And who will be the ultimate judge of what is and is not good and compelling?
The short answer is you would. Not you, Eric. You. The person reading this. And you. And you.
The biggest problem blogging faces right now is it's hard to find the good stuff. Oh, much of the good stuff does get found. And, of course, what constitutes good stuff is all in the eye of the beholder.
What do we do about this?
When CNN was new they decided to cover a Midnight Mass at St. Patrick's Cathedral. What I remember was how the anchors chose to talk over everything, so you felt their ego trips rather than the ceremony.
I got the same feeling, in triplicate, watching coverage of Pope John Paul II's death today. Grief is shared through human interaction, but all we got on TV today was a simulation.
Catholicism is the most ritualistic of America's major religions, but viewers saw little of the power in this ritual. Instead we listened to talking heads on all channels, complete with anchors' ego trips, experts speculating, and cameras thrust in peoples' faces when they had nothing to say.
If you looked at major media Web sites you got more of the same. It was about them, not about him, and certainly not about us.
What about the blogosphere?
The real Hardball isn't the game show on MSNBC, where politicians lie and yap at one another.
It's something far more serious, played every day, by huge corporations that masquerade as guardians of the public interest, but are in fact as corrupt as the rest of us. (That's LA Times founder Harrison Gray Otis on the right. More about Harry Otis here, near the bottom of the page. I direct David Shaw's attention to the quote from Theodore Roosevelt.)
The prerogatives of these corporations and their hirelings, who call themselves journalists (then deny this status to you and me) is under threat on this medium as never before. They're scared, and they're playing Hardball.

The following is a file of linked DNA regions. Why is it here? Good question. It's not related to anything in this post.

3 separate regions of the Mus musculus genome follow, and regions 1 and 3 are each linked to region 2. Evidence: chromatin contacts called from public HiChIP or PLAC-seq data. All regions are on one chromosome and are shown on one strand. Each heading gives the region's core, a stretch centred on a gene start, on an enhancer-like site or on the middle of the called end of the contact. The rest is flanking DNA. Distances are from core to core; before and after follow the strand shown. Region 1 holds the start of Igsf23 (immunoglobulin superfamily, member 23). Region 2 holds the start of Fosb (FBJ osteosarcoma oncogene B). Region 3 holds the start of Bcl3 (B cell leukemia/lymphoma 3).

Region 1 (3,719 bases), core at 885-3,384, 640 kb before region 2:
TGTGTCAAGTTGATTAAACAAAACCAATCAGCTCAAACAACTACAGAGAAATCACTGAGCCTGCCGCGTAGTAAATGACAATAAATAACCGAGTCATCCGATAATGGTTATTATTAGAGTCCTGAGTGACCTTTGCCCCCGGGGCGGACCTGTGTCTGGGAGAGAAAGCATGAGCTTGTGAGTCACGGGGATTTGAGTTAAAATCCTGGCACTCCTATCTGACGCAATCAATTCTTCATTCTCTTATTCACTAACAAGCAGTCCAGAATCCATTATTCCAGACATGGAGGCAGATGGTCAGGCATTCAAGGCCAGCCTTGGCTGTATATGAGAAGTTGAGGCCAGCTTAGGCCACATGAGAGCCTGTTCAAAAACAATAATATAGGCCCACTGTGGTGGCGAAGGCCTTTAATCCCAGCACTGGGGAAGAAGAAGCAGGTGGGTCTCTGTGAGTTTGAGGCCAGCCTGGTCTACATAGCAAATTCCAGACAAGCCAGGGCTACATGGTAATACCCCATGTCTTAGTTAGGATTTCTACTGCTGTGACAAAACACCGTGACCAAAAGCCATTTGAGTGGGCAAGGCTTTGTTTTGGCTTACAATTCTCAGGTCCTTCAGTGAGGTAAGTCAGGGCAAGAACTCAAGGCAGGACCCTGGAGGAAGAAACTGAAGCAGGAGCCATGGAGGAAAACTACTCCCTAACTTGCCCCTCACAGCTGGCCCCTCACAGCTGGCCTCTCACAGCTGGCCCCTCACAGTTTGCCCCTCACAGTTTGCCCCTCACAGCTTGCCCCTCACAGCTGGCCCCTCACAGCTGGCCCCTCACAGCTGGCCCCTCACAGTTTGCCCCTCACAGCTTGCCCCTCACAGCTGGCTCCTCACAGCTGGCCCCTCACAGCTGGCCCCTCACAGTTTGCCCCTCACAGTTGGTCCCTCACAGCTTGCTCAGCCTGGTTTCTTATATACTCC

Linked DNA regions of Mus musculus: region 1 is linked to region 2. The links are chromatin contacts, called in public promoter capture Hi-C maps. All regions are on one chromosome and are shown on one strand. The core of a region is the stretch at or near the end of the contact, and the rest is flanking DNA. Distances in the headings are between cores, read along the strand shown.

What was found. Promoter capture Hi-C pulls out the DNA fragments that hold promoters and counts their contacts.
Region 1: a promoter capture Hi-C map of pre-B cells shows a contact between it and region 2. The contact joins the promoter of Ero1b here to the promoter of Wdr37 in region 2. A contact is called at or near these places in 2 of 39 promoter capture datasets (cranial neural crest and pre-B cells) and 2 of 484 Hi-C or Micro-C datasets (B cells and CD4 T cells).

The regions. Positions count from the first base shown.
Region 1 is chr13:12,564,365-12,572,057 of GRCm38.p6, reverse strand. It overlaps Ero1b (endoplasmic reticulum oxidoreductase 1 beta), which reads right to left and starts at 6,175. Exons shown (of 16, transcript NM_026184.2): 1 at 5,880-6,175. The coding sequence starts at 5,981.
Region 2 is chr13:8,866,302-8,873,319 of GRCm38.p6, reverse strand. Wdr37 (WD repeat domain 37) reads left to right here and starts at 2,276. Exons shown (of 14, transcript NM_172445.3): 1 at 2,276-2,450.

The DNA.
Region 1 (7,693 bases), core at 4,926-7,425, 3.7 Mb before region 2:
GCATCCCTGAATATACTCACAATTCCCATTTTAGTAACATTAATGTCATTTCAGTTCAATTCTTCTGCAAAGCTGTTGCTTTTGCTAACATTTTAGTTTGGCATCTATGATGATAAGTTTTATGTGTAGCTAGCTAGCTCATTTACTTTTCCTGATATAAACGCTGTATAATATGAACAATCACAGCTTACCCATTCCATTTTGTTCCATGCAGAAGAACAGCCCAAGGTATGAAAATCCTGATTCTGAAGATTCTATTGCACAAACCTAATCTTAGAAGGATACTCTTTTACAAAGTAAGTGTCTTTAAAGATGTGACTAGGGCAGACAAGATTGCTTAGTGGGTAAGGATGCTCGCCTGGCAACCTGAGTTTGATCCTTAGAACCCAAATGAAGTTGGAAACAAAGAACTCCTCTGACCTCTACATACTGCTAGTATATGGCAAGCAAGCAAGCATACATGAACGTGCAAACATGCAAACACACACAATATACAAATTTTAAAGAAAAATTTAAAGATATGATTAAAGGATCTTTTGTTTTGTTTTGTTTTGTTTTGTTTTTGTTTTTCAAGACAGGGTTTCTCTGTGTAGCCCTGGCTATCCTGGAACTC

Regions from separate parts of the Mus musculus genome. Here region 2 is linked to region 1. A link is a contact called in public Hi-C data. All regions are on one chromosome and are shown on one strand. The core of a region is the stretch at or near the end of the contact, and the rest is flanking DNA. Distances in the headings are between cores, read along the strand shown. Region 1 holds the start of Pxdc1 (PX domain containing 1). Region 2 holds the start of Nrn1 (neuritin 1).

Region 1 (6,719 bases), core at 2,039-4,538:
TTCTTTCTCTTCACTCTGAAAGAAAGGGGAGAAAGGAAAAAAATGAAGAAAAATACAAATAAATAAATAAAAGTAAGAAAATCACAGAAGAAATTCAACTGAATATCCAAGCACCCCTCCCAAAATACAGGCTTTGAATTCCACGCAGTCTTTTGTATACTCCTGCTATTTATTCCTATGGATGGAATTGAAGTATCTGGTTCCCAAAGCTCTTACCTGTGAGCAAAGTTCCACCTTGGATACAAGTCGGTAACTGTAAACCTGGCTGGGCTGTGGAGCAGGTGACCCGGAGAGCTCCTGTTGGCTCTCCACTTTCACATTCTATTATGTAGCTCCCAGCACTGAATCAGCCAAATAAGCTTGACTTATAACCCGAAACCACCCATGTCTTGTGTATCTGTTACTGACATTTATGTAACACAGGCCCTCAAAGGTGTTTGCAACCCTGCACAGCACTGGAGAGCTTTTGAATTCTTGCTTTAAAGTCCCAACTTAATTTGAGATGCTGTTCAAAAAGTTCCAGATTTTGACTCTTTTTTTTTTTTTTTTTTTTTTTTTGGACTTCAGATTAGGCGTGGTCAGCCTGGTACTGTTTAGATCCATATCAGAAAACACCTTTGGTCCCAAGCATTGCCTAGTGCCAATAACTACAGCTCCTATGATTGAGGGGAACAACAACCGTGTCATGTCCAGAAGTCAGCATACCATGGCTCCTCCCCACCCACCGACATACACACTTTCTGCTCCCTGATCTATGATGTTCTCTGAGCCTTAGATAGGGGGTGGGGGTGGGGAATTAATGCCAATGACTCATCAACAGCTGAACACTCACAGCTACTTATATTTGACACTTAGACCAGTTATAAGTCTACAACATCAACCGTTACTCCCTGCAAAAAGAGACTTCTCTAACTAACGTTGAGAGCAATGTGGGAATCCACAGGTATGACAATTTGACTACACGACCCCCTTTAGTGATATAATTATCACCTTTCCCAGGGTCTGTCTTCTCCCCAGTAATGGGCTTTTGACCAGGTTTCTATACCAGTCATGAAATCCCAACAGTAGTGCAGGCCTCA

Their right, earned by corporate might, to define what is and what isn't news, what is and what isn't fair comment, is under threat, right here, right now.
And they don't like it one bit.
The game is being played mainly on three search engines. On MSN note how these corporations are given, not dominance, but exclusivity. The same is true on Yahoo. Note the list of "resources" at the top-right of the Yahoo page. Note too the prominence given one outfit's stories, the newspaper co-op called AP.
In both cases what you see on your screen is the result of business negotiation. News value is determined by people, meeting in rooms, and (perhaps) money changes hands (we're not told).
Is this fair? It may well be. It's certainly business as usual. And -- here is the key point -- the process is completely opaque.
On the other hand, we have Google News. What you see here looks similar but it is, in fact, quite different. While the stories of the giants do get prominent play, so do other organizations, and other types of news coverage.
At 11:15 AM for instance I checked Google's "coverage" of Laura Bush's trip to Afghanistan, sorted by relevance. Position four was held by a right-wing group, the Conservative Voice. Position seven was held by a left-wing site, Counter Currents, posting a blog item from Counterpunch.
The results on all stories change moment-to-moment, and only a small part of what we call the blogosphere is represented, but the fact is that Google News is offering a far wider set of sources than its rivals. These include "official" outlets like Voice of America and Pravda. They include newspaper sites requiring registration. They also include many sites from outside the U.S.
In some cases, they even include blogs. Yes, even this one.
But that's not the full extent of Google's challenge to the news industry.